Some substrates are composed of elements that are plant nutrients, but the substrate is so dense it does not dissolve in the water, so those elements are not really plant nutrients. Just like the plates and bowls do not help you with your vitamins and minerals, even if they are made of those minerals. The elements that make up the granules of EC never become available to the plants.

Some substrates do come pre-loaded with some fertilizer. I would not buy a substrate just because it has some fertilizer in it.

Buy a substrate with a high cationic exchange capacity. This is the way a substrate holds certain elements available for the plants. When you add fertilizers they are kept in reserve in the substrate.
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post #3 of 5 (permalink) Old 02-09-2014, 10:26 PM Thread Starter
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Quote:
Originally Posted by Diana View Post
Substrate is like the plates and bowls on your table. It can hold nutrients for the plants just like plates and bowls hold food. But you need to add the fertilizer, just like you put food on the plates.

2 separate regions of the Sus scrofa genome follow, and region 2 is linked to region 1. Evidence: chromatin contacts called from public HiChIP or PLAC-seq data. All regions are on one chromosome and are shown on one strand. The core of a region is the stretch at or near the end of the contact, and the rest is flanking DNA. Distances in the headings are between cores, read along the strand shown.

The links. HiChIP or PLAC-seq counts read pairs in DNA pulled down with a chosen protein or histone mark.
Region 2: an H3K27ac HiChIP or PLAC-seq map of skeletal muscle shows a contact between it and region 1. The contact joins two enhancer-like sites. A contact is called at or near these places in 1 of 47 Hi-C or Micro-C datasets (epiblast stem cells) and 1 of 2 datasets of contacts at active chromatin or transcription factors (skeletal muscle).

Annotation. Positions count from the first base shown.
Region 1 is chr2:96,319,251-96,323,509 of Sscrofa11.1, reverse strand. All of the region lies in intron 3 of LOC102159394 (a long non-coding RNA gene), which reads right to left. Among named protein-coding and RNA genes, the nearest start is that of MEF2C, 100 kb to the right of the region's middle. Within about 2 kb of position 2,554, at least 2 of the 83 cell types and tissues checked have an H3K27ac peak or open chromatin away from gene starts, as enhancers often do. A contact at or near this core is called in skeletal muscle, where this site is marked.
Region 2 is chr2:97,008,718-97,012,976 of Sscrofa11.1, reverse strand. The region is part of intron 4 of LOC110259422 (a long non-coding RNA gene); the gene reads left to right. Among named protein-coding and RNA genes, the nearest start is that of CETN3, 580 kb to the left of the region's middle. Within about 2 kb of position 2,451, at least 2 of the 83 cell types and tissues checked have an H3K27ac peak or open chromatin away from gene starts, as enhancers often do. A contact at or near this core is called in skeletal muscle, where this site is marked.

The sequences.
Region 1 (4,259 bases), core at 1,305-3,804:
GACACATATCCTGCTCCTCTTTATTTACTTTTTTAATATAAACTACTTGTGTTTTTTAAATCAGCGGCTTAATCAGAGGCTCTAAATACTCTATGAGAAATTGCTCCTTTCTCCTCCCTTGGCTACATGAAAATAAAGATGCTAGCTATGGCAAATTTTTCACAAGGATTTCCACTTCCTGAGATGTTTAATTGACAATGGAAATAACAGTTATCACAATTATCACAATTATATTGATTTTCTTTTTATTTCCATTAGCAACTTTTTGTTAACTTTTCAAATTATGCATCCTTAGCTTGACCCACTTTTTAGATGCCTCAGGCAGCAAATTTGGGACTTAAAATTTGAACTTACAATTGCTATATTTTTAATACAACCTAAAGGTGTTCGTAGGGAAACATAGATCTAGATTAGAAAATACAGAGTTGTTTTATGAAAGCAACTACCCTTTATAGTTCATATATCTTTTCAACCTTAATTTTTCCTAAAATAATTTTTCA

Some substrates are composed of elements that are plant nutrients, but the substrate is so dense it does not dissolve in the water, so those elements are not really plant nutrients. Just like the plates and bowls do not help you with your vitamins and minerals, even if they are made of those minerals. The elements that make up the granules of EC never become available to the plants.

Some substrates do come pre-loaded with some fertilizer. I would not buy a substrate just because it has some fertilizer in it.

Buy a substrate with a high cationic exchange capacity. This is the way a substrate holds certain elements available for the plants. When you add fertilizers they are kept in reserve in the substrate.
Thanks, Diana. Interesting analogy! So, to answer my own question from that... If I don't do dirt, I will do fert. (Hey, that rhymed!)

EC has high CEC so it's a good choice. Although it has some nutrients, it does not have all of the minerals to completely sustain plant life for any given time. It does however have the capacity to store nutrients.